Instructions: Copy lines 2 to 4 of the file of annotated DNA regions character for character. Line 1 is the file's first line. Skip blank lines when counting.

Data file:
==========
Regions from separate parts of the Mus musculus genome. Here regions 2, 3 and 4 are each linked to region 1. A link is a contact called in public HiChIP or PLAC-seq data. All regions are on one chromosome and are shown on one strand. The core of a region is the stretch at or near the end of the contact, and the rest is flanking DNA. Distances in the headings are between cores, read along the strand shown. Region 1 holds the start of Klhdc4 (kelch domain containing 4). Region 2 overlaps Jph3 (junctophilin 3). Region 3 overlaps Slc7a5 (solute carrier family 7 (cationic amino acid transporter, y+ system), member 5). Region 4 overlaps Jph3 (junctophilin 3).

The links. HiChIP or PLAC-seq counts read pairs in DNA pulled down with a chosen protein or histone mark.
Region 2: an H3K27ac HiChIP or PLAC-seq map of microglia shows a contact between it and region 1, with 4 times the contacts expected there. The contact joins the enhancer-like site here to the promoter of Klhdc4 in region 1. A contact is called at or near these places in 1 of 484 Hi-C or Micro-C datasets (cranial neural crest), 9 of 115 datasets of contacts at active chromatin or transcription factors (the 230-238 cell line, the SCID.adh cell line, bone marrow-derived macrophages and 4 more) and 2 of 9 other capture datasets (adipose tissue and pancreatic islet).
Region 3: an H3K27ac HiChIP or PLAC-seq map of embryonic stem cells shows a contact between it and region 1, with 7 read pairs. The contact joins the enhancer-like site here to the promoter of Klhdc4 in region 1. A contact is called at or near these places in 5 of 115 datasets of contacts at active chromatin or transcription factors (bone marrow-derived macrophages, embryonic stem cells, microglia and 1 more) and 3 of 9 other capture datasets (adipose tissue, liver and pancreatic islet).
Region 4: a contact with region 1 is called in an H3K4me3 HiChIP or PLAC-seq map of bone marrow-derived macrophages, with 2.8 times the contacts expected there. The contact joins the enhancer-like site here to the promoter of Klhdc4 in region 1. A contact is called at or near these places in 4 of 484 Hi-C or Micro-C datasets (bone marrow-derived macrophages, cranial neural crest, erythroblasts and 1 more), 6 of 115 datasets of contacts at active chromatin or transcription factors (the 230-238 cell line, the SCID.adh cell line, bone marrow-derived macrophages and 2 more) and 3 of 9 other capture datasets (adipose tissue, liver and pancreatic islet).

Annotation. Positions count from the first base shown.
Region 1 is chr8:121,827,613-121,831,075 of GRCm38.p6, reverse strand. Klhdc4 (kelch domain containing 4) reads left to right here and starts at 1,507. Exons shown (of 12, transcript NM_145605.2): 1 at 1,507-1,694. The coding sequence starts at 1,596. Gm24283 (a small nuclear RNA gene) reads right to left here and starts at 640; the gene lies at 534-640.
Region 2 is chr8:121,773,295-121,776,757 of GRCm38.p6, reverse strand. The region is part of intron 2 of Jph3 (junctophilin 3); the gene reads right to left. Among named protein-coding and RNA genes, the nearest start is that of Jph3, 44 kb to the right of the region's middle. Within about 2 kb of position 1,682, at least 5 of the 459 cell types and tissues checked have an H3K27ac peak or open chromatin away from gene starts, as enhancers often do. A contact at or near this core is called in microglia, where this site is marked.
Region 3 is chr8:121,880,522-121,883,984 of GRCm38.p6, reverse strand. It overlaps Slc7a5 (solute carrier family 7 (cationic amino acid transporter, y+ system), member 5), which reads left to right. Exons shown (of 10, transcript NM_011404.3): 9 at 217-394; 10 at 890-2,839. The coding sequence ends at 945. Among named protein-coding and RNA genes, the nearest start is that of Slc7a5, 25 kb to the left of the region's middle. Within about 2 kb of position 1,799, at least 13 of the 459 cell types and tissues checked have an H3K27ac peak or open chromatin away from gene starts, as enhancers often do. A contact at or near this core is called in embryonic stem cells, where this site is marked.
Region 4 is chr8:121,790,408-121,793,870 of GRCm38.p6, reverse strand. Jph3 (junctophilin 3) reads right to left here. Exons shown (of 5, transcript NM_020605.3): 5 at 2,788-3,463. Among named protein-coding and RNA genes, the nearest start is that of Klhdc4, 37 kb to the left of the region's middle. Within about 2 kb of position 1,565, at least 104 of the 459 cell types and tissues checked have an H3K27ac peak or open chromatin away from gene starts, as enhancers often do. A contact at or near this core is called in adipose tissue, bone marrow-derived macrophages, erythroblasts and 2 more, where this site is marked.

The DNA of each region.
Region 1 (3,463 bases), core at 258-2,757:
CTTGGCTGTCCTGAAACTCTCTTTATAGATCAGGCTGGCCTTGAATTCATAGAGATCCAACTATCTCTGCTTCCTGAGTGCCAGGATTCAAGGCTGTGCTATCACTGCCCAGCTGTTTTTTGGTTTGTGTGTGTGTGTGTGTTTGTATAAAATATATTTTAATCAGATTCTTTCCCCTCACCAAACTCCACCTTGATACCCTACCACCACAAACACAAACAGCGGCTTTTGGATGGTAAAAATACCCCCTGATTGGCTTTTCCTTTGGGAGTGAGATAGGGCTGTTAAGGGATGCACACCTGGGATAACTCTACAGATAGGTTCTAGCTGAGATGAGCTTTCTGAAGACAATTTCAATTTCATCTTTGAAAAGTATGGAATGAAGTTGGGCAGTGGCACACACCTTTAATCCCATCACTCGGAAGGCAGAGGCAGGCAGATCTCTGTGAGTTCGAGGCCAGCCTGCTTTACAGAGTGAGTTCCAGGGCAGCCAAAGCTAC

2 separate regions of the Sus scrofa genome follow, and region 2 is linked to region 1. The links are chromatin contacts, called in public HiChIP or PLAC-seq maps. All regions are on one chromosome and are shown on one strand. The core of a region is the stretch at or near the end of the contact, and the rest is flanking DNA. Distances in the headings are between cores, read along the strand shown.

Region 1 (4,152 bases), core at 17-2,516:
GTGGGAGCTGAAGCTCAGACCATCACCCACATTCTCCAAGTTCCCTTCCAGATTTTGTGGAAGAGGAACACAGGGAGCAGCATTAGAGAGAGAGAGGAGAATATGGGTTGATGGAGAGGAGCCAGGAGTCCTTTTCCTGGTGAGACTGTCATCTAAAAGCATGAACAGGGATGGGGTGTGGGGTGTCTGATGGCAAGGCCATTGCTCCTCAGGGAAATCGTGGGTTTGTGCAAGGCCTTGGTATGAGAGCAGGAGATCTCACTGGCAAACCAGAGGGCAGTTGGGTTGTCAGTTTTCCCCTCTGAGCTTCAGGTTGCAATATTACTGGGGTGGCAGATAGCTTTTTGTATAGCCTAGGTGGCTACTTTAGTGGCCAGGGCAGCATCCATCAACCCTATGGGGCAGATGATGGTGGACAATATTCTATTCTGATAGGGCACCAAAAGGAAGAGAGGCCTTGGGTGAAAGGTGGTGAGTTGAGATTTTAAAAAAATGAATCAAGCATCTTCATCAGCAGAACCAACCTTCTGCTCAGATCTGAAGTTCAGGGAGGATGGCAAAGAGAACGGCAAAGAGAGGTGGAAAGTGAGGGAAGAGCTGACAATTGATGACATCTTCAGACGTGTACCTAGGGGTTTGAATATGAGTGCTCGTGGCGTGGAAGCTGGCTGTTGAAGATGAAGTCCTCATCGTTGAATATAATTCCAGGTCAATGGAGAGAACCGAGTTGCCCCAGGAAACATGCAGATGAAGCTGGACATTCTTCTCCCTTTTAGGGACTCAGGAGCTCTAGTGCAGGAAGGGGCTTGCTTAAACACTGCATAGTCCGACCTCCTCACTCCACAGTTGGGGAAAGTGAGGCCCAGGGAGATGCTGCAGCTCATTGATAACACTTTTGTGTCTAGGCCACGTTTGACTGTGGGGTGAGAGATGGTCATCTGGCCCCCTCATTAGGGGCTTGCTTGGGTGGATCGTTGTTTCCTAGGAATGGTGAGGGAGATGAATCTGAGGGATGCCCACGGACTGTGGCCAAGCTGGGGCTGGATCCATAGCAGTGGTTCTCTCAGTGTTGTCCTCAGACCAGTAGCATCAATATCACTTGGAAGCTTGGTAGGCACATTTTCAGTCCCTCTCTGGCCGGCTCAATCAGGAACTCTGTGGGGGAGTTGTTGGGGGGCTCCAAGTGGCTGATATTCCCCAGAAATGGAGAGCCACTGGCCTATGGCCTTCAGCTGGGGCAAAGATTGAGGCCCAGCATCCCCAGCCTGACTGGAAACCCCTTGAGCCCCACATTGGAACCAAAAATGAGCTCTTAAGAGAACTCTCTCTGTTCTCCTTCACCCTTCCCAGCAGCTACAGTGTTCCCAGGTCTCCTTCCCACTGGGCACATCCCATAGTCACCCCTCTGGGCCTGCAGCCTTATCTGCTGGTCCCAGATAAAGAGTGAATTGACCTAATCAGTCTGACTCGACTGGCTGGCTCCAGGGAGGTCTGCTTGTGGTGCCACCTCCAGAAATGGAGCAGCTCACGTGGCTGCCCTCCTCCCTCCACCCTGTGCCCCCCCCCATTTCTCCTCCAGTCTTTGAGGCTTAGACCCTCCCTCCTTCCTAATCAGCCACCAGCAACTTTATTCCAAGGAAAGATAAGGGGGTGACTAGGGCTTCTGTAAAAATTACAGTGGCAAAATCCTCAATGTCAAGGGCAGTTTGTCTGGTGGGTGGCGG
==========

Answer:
The links. HiChIP or PLAC-seq counts read pairs in DNA pulled down with a chosen protein or histone mark.
Region 2: an H3K27ac HiChIP or PLAC-seq map of microglia shows a contact between it and region 1, with 4 times the contacts expected there. The contact joins the enhancer-like site here to the promoter of Klhdc4 in region 1. A contact is called at or near these places in 1 of 484 Hi-C or Micro-C datasets (cranial neural crest), 9 of 115 datasets of contacts at active chromatin or transcription factors (the 230-238 cell line, the SCID.adh cell line, bone marrow-derived macrophages and 4 more) and 2 of 9 other capture datasets (adipose tissue and pancreatic islet).
Region 3: an H3K27ac HiChIP or PLAC-seq map of embryonic stem cells shows a contact between it and region 1, with 7 read pairs. The contact joins the enhancer-like site here to the promoter of Klhdc4 in region 1. A contact is called at or near these places in 5 of 115 datasets of contacts at active chromatin or transcription factors (bone marrow-derived macrophages, embryonic stem cells, microglia and 1 more) and 3 of 9 other capture datasets (adipose tissue, liver and pancreatic islet).